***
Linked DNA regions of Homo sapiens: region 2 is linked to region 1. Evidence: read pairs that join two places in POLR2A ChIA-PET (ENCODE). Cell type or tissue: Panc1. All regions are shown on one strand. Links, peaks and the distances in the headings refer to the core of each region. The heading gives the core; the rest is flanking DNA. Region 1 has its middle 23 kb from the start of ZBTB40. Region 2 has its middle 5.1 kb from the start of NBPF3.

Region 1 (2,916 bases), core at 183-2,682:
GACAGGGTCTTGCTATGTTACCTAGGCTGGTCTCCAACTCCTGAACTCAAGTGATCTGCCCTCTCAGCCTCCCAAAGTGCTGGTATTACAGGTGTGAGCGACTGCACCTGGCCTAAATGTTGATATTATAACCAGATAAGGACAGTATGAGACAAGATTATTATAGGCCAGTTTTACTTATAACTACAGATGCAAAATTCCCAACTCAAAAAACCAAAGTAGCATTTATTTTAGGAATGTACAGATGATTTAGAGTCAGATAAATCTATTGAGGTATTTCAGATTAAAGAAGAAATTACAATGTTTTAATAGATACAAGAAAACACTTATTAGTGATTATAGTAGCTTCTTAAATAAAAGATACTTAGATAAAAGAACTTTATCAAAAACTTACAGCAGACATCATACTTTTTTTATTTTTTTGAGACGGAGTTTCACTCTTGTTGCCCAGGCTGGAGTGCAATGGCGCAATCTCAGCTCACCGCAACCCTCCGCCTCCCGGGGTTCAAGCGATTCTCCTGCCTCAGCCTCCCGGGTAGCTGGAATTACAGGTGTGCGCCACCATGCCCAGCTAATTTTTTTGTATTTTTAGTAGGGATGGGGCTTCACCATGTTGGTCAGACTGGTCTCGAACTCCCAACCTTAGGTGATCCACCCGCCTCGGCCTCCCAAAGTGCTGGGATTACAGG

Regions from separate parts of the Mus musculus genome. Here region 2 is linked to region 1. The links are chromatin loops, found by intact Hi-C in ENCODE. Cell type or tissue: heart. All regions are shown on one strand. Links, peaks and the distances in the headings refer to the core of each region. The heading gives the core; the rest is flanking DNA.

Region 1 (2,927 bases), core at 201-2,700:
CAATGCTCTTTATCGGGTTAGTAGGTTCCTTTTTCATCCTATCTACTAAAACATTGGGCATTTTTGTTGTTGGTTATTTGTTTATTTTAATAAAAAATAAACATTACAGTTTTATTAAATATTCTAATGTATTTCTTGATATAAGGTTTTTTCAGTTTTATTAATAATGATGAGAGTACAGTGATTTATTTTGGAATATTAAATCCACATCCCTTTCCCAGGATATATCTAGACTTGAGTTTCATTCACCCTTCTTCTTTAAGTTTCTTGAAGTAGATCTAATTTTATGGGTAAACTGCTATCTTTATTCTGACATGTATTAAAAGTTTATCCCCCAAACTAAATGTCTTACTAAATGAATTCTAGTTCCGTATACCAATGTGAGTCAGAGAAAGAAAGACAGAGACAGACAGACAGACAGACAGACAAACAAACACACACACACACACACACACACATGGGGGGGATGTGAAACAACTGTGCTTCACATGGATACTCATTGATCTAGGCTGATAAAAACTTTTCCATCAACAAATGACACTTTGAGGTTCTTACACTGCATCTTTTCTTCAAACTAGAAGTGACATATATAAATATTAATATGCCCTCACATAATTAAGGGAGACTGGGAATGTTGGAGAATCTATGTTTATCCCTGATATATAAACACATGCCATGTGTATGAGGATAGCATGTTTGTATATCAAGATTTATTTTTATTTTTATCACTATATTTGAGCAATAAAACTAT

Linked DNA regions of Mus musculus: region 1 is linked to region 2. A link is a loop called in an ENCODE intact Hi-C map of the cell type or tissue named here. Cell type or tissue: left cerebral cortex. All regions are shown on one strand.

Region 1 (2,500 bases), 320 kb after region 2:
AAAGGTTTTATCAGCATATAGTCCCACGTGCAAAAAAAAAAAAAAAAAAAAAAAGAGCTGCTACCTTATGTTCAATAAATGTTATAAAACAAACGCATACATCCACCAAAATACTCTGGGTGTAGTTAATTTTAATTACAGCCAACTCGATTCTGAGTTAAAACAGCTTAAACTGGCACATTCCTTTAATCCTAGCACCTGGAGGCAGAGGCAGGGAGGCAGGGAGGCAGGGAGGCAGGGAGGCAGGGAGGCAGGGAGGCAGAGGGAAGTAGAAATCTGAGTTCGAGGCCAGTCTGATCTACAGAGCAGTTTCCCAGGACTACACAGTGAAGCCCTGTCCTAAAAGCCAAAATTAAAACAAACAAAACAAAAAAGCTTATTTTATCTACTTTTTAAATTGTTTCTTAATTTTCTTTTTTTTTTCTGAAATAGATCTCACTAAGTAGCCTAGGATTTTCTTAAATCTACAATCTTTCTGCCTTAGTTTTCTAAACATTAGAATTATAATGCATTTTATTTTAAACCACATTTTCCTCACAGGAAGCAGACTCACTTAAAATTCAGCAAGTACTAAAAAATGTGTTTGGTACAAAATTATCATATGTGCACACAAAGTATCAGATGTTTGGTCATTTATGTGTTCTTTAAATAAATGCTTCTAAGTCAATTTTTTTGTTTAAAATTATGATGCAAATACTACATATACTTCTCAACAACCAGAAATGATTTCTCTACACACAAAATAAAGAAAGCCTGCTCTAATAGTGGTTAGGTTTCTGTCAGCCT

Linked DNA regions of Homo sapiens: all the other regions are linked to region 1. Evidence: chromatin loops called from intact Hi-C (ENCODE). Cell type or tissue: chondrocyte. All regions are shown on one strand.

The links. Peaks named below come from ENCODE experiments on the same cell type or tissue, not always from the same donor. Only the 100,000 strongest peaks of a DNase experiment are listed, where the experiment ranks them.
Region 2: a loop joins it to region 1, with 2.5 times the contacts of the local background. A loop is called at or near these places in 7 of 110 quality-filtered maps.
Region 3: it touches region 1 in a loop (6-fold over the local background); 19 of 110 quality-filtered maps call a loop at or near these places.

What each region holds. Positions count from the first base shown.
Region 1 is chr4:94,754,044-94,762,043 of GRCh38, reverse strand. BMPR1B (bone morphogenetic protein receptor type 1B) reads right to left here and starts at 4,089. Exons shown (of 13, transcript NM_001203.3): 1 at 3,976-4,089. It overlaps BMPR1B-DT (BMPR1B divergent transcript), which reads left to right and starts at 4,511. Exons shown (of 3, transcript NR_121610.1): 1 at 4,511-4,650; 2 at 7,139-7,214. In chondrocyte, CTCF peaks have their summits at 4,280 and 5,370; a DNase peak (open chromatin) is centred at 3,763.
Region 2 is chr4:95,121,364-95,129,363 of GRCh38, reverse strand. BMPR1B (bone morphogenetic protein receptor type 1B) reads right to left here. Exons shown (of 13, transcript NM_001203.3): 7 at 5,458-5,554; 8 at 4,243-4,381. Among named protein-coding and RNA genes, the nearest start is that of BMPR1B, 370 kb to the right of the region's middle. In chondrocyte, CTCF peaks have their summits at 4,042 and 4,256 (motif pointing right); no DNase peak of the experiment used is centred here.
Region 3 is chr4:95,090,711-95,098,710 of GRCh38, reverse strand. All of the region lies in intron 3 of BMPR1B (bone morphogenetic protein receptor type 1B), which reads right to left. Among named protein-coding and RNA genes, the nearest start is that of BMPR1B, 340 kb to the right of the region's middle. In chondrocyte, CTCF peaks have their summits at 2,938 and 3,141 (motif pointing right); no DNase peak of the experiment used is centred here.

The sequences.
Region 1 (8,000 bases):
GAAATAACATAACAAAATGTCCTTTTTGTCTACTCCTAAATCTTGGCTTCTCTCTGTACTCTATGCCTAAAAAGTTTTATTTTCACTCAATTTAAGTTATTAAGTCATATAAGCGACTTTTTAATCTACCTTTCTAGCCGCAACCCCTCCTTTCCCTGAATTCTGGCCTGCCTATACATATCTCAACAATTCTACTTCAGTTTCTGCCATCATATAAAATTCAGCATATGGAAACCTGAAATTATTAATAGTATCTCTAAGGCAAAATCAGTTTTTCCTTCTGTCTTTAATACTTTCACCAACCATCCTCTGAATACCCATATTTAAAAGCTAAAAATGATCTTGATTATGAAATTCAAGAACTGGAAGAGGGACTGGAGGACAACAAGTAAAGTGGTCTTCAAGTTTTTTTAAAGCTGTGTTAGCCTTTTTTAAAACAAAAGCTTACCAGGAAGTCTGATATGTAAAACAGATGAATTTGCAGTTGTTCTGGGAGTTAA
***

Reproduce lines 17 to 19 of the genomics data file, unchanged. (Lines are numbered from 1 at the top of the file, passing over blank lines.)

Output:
Region 3 is chr4:95,090,711-95,098,710 of GRCh38, reverse strand. All of the region lies in intron 3 of BMPR1B (bone morphogenetic protein receptor type 1B), which reads right to left. Among named protein-coding and RNA genes, the nearest start is that of BMPR1B, 340 kb to the right of the region's middle. In chondrocyte, CTCF peaks have their summits at 2,938 and 3,141 (motif pointing right); no DNase peak of the experiment used is centred here.

The sequences.
Region 1 (8,000 bases):